It seems like I'm always losing track of some small sheet of paper with a recipe from my Mom written on it. An old fashioned box of recipe cards just doesn't suit my style, so I thought about creating a database using OpenOffice.org's Base. Being short on time and motivation, I decided to look for a specialized application to manage recipes.
A quick search of the Ubuntu Software Center came up with Gourmet Recipe Manager. If you're using Ubuntu, you can install it from the software center like I did, or you can install it from the terminal with
Once it's installed you can find it in Ubuntu's menu under Applications?Accessories?Gourmet Recipe Manager. Or you can run it using the command, gourmet.
When first started, Gourmet will show you your list of recipes. The list will be empty on the first run of course.
You're now ready to add recipes. The most straight forward way to add recipes is to type them in manually. Click on File?New to begin entering a new recipe. Gourmet Recipe Manager also has the ability to import recipes from the web and from text files on your computer.
Once recipes have been entered, they are presented in the form of recipe cards. From the recipe cards you can launch a cooking timer by clicking on the blue text. The timer is preset for the cooking or preparation time you entered into the recipe. Pretty cool.
One cool feature of Gourmet is the Shopping List. You can add recipes to the shopping list and it will automatically generate the shopping list for you. The shopping list feature includes a pantry area where you can show the items that you already have on hand (like flour and sugar). Items in the pantry won't show up on the shopping list.
Another really nice feature is the nutrition information. Gourmet can import nutrition information from the USDA database. Once the data is imported it takes a little bit of work to match up the ingredients in your recipe with cumbersome names in the USDA database. The effort pays off in the nutritional information that gets calculated for you. Gourmet displays the nutrition information on a per serving basis based on the number of servings you entered for your recipe.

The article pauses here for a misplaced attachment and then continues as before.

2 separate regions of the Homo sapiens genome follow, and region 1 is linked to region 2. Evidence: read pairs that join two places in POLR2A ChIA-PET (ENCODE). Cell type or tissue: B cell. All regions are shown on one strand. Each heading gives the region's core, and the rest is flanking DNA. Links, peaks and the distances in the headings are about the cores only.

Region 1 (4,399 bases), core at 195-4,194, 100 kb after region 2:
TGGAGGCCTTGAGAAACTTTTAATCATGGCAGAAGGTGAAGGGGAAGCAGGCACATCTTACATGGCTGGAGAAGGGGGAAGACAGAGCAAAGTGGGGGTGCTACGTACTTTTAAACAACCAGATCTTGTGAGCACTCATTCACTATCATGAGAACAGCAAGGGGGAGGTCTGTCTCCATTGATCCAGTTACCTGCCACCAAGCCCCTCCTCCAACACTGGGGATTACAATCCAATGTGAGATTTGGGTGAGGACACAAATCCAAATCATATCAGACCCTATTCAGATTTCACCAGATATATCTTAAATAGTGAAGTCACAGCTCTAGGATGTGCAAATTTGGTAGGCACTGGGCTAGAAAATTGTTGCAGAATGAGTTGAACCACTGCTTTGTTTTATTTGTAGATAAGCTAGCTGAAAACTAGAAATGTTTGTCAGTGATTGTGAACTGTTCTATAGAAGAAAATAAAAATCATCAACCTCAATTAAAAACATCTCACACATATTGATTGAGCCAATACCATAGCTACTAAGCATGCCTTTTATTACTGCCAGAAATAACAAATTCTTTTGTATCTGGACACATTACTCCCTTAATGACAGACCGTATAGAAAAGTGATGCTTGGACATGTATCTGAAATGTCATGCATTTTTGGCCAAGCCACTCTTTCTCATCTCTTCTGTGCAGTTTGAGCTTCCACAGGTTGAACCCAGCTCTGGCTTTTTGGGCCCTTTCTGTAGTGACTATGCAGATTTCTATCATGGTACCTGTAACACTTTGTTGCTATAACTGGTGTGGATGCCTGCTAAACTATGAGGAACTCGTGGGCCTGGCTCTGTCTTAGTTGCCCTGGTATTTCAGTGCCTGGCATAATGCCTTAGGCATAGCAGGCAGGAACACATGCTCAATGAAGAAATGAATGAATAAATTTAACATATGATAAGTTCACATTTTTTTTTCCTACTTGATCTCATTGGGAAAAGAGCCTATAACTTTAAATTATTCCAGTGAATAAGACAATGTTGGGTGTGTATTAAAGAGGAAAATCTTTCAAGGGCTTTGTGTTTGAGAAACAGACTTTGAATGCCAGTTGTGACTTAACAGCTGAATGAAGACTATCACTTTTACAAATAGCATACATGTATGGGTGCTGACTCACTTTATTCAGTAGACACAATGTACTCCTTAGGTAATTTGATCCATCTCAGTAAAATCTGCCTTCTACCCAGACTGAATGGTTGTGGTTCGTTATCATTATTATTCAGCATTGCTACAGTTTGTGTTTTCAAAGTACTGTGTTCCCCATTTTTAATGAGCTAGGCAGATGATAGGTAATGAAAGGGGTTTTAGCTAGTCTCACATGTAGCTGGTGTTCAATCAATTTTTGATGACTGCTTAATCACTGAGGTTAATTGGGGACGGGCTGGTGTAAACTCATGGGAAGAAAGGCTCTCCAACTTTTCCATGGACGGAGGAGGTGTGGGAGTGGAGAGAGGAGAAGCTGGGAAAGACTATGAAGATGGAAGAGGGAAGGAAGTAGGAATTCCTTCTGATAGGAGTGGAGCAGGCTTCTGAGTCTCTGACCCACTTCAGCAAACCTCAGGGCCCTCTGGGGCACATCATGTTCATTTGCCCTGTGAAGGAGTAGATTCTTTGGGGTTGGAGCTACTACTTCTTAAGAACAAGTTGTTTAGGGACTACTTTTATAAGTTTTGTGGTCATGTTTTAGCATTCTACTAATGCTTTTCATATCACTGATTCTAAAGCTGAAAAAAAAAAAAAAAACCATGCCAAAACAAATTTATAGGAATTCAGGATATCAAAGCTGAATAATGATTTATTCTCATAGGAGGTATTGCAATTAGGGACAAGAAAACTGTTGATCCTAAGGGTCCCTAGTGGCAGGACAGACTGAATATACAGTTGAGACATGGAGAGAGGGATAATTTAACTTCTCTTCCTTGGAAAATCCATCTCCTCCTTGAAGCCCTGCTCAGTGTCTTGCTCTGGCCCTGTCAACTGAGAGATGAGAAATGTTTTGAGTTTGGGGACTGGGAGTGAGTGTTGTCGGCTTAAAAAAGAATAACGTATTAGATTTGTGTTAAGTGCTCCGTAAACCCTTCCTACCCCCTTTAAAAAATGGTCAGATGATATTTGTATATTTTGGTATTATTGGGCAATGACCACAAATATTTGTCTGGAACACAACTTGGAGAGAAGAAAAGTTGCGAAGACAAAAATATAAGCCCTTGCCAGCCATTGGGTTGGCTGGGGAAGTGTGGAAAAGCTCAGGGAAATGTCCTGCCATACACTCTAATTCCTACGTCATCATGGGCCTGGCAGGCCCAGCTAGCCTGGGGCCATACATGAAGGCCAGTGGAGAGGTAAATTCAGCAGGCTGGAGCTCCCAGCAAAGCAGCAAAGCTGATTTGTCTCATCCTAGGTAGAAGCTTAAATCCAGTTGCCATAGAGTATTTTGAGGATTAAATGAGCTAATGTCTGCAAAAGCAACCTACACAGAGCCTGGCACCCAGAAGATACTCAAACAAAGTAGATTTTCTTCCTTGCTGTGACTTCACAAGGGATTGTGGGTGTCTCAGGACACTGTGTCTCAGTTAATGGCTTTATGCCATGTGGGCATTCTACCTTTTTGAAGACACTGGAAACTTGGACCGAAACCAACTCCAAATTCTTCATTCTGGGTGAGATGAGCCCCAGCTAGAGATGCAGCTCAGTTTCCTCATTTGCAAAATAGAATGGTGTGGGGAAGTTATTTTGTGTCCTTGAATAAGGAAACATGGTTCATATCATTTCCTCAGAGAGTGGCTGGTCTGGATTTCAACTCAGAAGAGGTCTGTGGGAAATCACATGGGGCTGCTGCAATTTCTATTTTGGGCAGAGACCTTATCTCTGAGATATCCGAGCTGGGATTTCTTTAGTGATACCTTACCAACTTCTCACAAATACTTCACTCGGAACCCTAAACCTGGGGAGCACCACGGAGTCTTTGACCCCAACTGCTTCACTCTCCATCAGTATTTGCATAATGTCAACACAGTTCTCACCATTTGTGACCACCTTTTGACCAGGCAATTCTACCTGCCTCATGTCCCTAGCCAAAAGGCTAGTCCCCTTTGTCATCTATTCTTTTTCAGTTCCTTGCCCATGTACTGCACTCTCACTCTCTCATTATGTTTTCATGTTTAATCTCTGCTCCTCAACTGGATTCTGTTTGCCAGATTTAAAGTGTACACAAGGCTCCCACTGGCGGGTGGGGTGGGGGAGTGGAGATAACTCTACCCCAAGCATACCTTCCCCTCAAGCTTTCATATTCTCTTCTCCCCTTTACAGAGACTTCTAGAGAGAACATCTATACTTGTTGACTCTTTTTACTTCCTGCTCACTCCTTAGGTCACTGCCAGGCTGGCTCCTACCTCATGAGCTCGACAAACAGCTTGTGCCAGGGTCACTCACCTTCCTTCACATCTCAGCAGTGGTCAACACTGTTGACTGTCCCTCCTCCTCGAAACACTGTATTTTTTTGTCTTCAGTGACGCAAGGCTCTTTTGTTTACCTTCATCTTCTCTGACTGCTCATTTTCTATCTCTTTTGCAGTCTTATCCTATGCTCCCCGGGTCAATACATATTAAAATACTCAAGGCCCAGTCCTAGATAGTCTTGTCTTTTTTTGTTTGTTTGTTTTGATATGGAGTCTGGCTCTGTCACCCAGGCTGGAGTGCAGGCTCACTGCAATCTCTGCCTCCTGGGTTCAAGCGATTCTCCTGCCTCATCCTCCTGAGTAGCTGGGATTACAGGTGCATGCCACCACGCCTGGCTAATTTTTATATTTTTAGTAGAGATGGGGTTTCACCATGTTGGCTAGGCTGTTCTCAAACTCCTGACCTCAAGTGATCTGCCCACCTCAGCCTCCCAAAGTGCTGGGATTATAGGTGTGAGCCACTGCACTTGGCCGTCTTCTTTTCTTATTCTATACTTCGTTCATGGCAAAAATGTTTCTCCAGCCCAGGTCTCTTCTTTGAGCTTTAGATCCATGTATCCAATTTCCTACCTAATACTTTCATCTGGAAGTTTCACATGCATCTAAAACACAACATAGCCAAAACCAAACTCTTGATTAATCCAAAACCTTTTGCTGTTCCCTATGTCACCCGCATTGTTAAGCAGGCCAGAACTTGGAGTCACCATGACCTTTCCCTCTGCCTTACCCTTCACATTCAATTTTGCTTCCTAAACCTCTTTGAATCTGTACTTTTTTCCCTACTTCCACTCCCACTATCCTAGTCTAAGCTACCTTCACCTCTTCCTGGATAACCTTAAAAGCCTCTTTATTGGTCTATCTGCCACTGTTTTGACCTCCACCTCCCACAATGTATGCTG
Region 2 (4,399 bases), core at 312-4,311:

Gourmet has a plugin for importing recipes from recipe websites or from text files. Your milage may vary with this function. You may find that it's easier to just enter the recipes manually rather than try to map all the information from a webpage to Gourmet's fields. The program did crash on me once while attempting to import a recipe from the web.
Gourmet Recipe Manager is a pretty cool program. A few features are a little rough around the edges, but that's to be expected in a program that's at such an early version level. The program appears to be in active development and the version in the Ubuntu repositories is not the latest, so some issues may have already been addressed. It certainly gives me more features than I would have had if I'd developed my own recipe database program.
To learn more about Gourmet Recipe Manager or to download other versions of the program (including a Windows version,) visit Gourmet's page on SourceForge.